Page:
Retail Therapy vs. Real Therapy

When I was in my last huge manic episode, I was completely unable to resist the urge impulse and ended up maxing out seven credit cards to the tune of around $2,500. I was actually lucky that I didn’t have more because I am certain I would have maxed out 100 credit cards. I would shop if I was happy to celebrate whatever had made me happy; if someone made me (you notice the “made me” in that sentence?) angry or hurt my feelings, I would shop. If the sky was blue and the day ended with “day” I would shop. I would buy anything from pink parachute pants to Wonder Bras; ceramic masks to luggage sets. It didn’t matter what I was buying, it was just the whole experience of retail therapy. I thought that by going with these impulses, I would find a way to happiness. Never mind that I was setting up a financial nightmare for my future, non-manic self. Why think about tomorrow when you can spend freely today? Besides, I had to buy these things. The world would stop spinning, I would stop breathing and all would turn to darkness if I didn’t. After all, that’s what the voice inside my head was telling me and if you can’t trust that voice inside of your head, who can you trust? 

Of course, nothing lasts forever and thank God for that. After the madness had passed and I had returned to the reality of debt, I was deeply depressed. How would I ever be able to pay off all those cards? What did I have to show for all those thousands of dollars? Well, the parachute pants had long since gone out of style, the Wonder bras surely didn’t add up to a couple thousand and change. Oh and the other thing I loved to do was give things away. Almost as soon as I had purchased something, the impulse to give it away usually followed. Sometimes I could bargain with myself and give away something that old, that I had already bought months or years ago. That’s also why I had nothing to show for it. But, as my dad used to say, the hardest lessons are the ones we most need to learn. Or something like that.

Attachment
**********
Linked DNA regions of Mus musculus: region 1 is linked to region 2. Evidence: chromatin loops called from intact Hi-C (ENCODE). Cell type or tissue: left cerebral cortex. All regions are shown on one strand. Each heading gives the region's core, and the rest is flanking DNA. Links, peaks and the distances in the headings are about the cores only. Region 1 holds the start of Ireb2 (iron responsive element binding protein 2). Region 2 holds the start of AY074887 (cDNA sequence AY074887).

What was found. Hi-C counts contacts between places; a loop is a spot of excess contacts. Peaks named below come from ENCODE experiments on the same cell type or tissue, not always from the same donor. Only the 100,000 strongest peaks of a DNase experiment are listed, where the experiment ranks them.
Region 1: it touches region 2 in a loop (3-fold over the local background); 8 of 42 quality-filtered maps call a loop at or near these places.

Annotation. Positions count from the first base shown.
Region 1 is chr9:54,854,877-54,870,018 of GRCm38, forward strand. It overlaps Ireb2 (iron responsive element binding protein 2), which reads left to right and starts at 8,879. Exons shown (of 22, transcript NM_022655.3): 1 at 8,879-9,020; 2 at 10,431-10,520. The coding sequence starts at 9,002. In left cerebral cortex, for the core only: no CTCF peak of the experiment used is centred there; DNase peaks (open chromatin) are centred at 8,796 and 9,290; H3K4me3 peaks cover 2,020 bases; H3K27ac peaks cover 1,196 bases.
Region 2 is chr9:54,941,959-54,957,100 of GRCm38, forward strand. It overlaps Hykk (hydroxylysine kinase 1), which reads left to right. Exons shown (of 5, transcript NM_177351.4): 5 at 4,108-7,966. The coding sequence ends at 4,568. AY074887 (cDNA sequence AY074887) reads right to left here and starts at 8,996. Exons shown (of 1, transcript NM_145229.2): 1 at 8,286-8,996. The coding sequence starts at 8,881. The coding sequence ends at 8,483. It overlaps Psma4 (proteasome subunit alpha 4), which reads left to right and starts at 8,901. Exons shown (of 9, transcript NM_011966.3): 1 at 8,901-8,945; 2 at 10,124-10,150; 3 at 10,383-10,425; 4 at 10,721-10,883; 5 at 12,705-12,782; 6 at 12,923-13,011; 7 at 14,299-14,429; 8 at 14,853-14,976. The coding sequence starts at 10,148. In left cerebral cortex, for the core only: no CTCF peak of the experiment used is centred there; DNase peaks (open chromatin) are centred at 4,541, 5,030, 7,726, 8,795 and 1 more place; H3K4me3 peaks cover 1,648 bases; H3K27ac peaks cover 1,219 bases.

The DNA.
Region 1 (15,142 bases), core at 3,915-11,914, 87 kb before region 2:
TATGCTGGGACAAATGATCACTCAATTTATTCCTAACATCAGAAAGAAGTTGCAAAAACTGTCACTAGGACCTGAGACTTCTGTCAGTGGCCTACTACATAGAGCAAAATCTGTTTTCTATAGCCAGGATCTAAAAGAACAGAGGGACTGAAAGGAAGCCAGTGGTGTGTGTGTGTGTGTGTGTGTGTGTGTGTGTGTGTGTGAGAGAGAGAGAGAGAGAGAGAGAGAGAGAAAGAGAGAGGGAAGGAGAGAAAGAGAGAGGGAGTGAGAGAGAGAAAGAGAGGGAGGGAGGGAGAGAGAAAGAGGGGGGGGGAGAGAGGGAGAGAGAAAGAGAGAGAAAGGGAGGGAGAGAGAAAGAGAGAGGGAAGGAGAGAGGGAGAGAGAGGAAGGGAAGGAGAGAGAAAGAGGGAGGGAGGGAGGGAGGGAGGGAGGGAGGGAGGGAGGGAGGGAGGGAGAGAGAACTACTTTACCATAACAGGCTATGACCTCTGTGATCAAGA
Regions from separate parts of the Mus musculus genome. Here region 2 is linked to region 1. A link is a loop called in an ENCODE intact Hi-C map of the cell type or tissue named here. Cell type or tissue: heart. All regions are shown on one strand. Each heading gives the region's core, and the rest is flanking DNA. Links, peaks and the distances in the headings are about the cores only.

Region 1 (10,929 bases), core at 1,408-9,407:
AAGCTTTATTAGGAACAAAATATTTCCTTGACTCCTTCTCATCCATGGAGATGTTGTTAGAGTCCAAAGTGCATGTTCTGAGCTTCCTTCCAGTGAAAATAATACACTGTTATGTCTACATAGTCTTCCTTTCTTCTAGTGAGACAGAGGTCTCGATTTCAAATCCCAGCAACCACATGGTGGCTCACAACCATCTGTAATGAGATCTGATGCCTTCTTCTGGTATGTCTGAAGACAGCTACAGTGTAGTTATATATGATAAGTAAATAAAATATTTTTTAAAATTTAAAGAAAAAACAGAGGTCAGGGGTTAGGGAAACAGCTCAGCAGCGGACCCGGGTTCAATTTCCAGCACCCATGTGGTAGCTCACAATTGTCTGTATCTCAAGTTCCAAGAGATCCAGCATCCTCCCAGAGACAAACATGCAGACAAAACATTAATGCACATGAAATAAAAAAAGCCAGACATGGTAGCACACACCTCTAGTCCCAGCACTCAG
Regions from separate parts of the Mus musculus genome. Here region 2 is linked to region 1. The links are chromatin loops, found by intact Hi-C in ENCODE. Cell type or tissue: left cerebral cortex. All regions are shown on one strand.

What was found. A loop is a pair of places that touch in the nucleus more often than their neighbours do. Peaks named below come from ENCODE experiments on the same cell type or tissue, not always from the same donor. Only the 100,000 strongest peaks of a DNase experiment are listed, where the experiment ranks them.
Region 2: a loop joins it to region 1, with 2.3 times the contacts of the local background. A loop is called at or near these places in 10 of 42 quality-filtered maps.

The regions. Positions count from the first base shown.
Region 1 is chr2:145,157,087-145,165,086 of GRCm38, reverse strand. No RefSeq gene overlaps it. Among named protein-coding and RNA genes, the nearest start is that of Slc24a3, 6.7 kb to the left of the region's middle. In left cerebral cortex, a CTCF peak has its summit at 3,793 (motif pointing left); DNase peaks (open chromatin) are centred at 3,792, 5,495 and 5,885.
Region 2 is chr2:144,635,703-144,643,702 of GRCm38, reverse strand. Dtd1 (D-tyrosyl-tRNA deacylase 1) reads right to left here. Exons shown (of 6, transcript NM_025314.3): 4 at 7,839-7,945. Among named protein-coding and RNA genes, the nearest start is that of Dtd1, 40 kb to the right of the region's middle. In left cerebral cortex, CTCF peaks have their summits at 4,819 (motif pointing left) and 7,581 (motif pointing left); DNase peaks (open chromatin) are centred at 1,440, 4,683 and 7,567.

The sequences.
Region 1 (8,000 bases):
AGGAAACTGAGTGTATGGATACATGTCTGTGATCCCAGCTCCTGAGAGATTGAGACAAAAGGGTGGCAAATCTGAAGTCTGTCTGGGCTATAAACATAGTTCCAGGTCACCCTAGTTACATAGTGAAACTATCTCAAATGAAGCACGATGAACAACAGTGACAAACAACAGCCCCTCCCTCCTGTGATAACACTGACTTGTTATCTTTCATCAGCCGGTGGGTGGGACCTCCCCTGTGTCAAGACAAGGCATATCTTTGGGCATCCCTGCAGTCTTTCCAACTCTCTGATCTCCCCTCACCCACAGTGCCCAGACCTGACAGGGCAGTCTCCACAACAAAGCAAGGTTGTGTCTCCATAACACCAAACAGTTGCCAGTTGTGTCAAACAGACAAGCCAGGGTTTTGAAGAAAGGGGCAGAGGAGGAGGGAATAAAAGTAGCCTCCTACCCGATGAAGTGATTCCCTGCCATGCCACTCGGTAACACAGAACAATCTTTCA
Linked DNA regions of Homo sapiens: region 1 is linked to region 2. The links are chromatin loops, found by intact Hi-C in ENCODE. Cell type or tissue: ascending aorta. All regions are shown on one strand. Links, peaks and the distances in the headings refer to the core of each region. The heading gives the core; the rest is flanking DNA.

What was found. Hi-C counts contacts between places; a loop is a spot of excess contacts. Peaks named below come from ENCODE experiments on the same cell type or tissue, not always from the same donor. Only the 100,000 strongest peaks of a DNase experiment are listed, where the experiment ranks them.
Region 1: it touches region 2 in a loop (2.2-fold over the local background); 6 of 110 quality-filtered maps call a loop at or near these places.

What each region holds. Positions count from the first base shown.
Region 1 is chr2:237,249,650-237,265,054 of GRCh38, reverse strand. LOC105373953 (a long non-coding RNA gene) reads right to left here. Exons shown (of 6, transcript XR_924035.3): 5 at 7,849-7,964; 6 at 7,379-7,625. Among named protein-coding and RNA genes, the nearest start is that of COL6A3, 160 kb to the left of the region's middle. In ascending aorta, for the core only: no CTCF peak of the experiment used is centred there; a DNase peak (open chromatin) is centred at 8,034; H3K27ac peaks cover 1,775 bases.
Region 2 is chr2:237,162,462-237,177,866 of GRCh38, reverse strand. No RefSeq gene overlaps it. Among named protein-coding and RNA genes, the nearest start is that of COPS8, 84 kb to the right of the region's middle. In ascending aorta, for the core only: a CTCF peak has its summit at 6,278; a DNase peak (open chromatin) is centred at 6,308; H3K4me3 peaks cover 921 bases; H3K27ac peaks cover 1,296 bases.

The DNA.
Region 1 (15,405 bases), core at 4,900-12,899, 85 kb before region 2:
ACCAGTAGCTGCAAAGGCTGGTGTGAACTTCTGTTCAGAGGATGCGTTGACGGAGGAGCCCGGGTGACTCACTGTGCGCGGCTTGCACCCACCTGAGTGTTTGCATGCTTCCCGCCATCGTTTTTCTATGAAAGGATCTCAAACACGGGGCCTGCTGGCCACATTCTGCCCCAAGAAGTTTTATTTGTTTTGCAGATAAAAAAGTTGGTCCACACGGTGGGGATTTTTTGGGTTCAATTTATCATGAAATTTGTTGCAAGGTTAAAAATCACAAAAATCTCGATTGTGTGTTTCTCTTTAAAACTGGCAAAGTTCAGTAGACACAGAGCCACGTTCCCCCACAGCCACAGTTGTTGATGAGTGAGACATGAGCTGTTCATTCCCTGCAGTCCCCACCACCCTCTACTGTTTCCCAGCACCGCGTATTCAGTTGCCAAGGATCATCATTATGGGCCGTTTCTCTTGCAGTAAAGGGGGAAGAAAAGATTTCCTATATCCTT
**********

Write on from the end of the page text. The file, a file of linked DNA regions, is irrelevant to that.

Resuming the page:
Today, I still have that urge to go shopping and buy whatever catches my eye or my fancy. However, I have no credit cards and if I overspend, I go hungry. This makes it much easier to put things down and walk out of the store empty-handed and not feel cheated. Also, since people aren’t making me anything, I can’t use that excuse. If I have made choices that lead to me being angry, I now understand that no amount of retail therapy will make that anger go away. I now understand the difference between therapy that helps me to deal with difficulties and therapy that enables me in avoiding them. One doesn’t have to be manic to be a slave to impulses or to engage in behavior with no limits, no boundaries. I am constantly working on disciplining myself against those behaviors that hold me back from realizing my True Self and exercising those actions that bring me closer. I will go shopping and if I find something that interests me, I will put it in my basket or carry it around with me for a while to see if my desire for it can last more than 15 minutes or so. You’d be surprised at how many things actually leave the store with me. It’s little tactics and tricks like that I use to save me from myself. So far, it seems to be working. 

Now I’m off for some Friend Talk Therapy over coffee and to celebrate my independence from credit cards, mountains of debt and the end result – debilitating depression.

Happy Independence Day!

2 thoughts on “Retail Therapy vs. Real Therapy

  1. Ooo yes, retail therapy. That’s a hard one to ignore sometimes, even when one is more balanced. Those lessons, they come with a high price tag sometimes. :/ I’m proud of you, Mish, on your journey forward from the past. The painful memories actually do prop us up with the knowledge born of the experiences. We step with greater wisdom as a result. Kudos to all who continue to stride and grow.

  2. Thanks, Michael. You are to be congratulated on your journey as well. I’m proud of you and proud to be your sister, as well as your friend. Hugs!

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